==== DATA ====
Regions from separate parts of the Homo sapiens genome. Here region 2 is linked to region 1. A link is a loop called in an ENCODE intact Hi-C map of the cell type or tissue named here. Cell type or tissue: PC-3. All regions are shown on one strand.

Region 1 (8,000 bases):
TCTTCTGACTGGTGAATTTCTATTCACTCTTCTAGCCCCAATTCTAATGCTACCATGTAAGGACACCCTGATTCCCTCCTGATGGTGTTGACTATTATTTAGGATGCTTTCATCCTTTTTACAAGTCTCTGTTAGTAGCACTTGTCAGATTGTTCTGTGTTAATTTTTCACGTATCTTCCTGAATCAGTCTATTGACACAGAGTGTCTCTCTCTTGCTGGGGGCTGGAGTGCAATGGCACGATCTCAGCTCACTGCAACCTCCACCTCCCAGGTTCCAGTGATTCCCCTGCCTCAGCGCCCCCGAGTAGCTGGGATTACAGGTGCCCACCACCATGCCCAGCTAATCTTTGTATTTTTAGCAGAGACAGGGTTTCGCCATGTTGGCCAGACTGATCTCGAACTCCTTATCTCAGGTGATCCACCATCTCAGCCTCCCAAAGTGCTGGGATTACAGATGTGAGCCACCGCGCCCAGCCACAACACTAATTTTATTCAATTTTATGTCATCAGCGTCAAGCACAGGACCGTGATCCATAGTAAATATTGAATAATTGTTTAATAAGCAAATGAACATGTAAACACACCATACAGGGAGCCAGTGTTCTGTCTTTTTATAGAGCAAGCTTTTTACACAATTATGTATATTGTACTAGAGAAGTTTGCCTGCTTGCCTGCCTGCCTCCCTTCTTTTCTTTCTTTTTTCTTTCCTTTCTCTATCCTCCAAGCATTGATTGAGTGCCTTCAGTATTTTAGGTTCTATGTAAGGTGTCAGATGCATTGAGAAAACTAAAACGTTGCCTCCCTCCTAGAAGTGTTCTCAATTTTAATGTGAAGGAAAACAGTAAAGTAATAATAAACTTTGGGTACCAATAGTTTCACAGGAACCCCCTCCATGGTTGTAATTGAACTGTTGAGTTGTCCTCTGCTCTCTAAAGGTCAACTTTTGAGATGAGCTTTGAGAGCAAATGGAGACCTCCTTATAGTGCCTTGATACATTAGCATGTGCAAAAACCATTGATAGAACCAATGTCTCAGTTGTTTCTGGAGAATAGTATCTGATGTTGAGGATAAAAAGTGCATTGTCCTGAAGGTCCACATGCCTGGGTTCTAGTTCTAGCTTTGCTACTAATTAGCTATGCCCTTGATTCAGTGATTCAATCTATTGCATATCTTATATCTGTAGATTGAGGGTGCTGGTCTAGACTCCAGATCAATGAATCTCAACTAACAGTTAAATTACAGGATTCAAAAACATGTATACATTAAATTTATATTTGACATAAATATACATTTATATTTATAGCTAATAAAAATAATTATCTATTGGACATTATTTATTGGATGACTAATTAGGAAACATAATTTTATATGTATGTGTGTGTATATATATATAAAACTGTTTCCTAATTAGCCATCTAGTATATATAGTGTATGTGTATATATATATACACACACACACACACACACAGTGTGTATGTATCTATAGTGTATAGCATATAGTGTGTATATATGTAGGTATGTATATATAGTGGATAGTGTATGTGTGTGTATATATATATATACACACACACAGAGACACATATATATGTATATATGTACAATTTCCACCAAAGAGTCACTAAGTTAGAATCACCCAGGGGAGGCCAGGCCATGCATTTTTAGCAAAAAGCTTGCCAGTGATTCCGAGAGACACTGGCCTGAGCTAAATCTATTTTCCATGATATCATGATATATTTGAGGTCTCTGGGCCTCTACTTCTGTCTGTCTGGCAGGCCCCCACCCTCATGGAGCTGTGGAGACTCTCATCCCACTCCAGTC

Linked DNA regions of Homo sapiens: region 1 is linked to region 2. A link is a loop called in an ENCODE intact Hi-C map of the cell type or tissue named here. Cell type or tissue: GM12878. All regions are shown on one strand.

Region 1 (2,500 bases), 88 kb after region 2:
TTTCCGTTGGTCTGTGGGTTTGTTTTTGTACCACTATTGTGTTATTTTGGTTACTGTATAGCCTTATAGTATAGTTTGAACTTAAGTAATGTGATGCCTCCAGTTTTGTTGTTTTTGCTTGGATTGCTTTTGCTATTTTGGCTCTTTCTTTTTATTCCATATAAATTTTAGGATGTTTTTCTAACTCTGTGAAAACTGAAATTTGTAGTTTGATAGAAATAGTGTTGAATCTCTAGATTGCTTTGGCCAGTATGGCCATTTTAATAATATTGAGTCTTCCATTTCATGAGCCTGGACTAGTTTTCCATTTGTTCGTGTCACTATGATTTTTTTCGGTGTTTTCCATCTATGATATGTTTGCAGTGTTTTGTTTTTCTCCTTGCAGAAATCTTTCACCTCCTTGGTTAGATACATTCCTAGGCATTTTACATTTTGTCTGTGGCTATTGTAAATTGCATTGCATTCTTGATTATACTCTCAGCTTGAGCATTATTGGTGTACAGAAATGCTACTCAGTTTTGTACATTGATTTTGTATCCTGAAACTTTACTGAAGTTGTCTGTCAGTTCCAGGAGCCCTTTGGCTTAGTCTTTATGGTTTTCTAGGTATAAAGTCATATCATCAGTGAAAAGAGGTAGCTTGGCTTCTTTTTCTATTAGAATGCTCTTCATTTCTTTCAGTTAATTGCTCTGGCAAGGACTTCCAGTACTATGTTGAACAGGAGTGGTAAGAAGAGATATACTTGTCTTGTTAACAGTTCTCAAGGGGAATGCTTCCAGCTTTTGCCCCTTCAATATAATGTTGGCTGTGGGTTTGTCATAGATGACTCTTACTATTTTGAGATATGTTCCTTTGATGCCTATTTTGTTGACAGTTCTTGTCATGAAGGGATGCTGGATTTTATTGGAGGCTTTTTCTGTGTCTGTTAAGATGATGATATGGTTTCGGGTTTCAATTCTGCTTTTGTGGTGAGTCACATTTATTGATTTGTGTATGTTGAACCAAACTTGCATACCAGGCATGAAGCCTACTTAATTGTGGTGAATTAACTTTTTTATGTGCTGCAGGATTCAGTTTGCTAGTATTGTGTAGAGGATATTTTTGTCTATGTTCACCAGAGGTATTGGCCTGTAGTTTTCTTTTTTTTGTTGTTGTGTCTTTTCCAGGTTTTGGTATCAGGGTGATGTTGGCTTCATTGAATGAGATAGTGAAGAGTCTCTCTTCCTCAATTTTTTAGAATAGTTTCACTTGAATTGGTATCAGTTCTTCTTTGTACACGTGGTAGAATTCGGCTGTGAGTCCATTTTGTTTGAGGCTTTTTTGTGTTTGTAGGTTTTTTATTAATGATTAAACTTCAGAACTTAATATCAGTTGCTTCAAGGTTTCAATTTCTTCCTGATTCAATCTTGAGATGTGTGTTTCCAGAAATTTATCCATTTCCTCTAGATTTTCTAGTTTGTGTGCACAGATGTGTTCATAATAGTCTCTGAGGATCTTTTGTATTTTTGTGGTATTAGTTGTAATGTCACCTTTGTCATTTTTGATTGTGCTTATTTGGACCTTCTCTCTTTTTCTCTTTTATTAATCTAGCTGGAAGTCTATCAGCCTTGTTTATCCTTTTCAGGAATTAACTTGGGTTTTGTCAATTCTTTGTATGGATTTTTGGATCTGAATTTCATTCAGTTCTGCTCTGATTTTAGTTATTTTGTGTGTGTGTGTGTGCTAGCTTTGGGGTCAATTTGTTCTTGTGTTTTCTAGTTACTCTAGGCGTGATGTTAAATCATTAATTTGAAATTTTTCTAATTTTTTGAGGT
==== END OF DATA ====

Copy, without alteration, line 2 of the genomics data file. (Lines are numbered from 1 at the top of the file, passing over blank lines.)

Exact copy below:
Region 1 (8,000 bases):